Hooks v. Hooks , 771 F.2d 935, 943–44 (6th Cir.1985). Naselroad concedes that he has been "unable to produce specific evidence of a conspiracy." [Record No. 111, p. 15] Instead, he merely highlights that: (i) he never pointed his weapon "directly at" the officers; (ii) he was acquitted of the wanton endangerment charges; and (iii) the officers had a "debriefing" meeting after the shooting and maintained contact afterwards. [Id. , p. 16]
There is no evidence of a discussion of illegal motives or activities with regard to the Wal-Mart meeting before the knock and talk. Rather, the officers were acting pursuant to a reliable tip. [Record No. 108, p. 9] Nor is there any indication that the officers knew Naselroad would be home or that they discussed any illegal activities while at the home. Further, the evidence establishes that Naselroad did, in fact, point his gun in Craycraft's direction, even if it was in the "low ready" position. [Record No. 103, pp. 111–12, 117, 132, 147] Naselroad's acquittal might speak to the reasonableness of the officers' and his actions, but it does not provide evidence of a single plan. See Hooks , 771 F.2d at 944. Lastly, regarding debriefing and the officers "checking on" each other, "these pieces of circumstantial evidence are just as consistent with a legitimate police investigation as with a conspiracy," so they are "insufficient to support an inference of conspiracy." See Womack v. Conley , 595 Fed.Appx. 489, 494 (6th Cir.2014). As a result, the civil conspiracy claim against the officers cannot withstand summary judgment.
C. Count III—Assault and Battery Against Defendant Mabry
Mabry also asserts that the plaintiff's state law assault and battery charge against him should be dismissed for the same reasons as the excessive force claim. [Record No. 100–2, p. 34] Naselroad "largely agrees." [Record No. 110, p. 17]
Although in some circumstances it is more appropriate for the Court to decline to exercise supplemental jurisdiction over state law claims when the federal claims are dismissed before trial, see Gaff v. Fed. Deposit Ins. Corp. , 814 F.2d 311, 319 (6th Cir.1987), it is appropriate for the Court to exercise supplemental jurisdiction where the federal claims have substance sufficient to confer subject matter jurisdiction. See Aschinger v. Columbus Showcase Co. , 934 F.2d 1402, 1413 (6th Cir.1991) (distinguishing dismissal on summary judgment standard from dismissal on Rule 12(b)(6) standard); see also Vo y ticky v. Village of Timberlake , 412 F.3d 669, 675 (6th Cir.2005) (section 1983 case involving both federal and state law claims). This is especially true where there is "substantial similarity between the predicate factual findings necessary to the resolution of both federal and state claims." Aschinger , 934 F.2d at 1412.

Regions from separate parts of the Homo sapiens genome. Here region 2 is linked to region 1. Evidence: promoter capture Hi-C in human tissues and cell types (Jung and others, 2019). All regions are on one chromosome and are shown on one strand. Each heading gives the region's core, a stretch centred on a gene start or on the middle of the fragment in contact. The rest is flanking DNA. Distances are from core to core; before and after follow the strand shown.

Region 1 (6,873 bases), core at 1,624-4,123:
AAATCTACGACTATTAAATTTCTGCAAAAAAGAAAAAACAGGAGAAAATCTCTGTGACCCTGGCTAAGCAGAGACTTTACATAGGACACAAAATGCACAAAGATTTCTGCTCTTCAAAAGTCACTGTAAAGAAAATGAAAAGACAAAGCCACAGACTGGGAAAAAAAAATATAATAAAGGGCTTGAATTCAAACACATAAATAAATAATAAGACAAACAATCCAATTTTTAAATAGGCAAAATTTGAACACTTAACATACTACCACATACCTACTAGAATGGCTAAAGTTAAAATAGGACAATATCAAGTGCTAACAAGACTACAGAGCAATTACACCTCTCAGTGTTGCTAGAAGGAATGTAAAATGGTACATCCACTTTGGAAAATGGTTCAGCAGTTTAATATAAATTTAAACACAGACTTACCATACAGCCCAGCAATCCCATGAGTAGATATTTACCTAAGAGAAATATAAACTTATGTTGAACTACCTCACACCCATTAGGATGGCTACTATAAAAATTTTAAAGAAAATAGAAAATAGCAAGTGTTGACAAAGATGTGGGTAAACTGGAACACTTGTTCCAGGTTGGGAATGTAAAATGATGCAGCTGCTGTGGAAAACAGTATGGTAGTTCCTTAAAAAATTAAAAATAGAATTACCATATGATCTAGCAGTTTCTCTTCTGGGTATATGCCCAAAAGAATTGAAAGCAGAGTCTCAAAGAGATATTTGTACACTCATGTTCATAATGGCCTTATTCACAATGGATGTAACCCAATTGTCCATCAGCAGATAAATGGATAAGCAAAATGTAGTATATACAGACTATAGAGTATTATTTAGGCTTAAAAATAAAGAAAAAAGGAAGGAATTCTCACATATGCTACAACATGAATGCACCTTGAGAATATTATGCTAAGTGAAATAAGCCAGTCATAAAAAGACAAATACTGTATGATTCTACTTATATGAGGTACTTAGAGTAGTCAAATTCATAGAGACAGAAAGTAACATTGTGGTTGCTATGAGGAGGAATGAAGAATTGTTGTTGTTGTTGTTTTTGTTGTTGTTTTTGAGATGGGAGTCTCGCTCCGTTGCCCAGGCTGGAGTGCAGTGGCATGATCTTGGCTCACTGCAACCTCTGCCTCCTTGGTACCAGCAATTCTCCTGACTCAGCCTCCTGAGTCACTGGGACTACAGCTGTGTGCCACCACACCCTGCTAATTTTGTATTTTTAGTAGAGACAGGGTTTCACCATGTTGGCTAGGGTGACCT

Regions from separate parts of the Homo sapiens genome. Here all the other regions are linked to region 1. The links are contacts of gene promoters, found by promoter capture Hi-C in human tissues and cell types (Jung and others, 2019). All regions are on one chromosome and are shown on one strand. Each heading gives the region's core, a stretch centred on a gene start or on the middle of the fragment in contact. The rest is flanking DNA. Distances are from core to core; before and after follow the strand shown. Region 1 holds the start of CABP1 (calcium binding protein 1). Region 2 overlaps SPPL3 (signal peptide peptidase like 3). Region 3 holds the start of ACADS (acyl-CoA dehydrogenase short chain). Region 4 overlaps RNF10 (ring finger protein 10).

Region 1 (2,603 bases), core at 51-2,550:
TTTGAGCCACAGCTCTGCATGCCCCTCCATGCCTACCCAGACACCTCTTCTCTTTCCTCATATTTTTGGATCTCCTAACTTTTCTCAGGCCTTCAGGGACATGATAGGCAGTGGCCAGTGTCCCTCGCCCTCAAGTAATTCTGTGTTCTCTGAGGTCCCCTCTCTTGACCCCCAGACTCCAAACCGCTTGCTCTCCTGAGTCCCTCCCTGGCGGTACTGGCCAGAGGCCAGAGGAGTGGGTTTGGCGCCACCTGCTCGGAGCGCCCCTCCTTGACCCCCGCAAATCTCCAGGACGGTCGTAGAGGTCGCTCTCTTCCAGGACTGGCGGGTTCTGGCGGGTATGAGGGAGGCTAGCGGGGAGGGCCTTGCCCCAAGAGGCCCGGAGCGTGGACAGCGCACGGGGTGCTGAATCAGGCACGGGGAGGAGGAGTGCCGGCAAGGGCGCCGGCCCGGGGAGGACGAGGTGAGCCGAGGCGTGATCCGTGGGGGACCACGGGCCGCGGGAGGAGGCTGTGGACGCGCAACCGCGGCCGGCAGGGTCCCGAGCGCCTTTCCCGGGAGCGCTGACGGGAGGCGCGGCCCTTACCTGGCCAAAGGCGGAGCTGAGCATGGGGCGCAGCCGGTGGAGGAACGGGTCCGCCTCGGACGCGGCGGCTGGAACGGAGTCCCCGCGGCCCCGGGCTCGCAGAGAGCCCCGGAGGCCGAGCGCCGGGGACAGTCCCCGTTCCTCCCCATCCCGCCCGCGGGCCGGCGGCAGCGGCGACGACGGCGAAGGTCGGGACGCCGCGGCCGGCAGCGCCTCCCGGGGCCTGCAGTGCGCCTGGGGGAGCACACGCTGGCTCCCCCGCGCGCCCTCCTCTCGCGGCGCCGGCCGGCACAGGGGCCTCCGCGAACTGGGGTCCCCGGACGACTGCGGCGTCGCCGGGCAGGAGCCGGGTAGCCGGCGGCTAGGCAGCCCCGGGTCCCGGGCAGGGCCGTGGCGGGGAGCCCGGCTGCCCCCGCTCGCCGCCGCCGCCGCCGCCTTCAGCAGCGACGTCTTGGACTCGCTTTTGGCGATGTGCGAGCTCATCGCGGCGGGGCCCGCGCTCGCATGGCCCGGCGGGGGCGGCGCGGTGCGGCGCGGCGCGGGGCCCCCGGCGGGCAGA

Here, the negligence, negligent supervision, false imprisonment, and IIED claims depend on whether the officers' actions were reasonable. Additionally, because the malicious prosecution claim requires as an element a lack of probable cause for the wanton endangerment charges, the reasonableness of the officers' actions plays a role in the determination of that claim. Ultimately, the "commonsense policies of judicial economy outweigh any benefit in allowing" a Kentucky court to decide the state law claims. See id. at 1413 ; see also Musson Theatrical, Inc. v. Fed. Exp. Corp. , 89 F.3d 1244, 1255 (6th Cir.1996) ("The vast majority of pretrial dismissals, such as a dismissal on a motion for summary judgment, do not affect the trial court's ability to resolve supplemental claims."); Taylor v. First of Am. Bank – Wayne , 973 F.2d 1284, 1287 (6th Cir.1992) (interests of judicial economy and fairness favored retention of jurisdiction where parties completed discovery, summary judgment motion was extensively briefed, and federal claim was not abandoned until filing of amended complaint).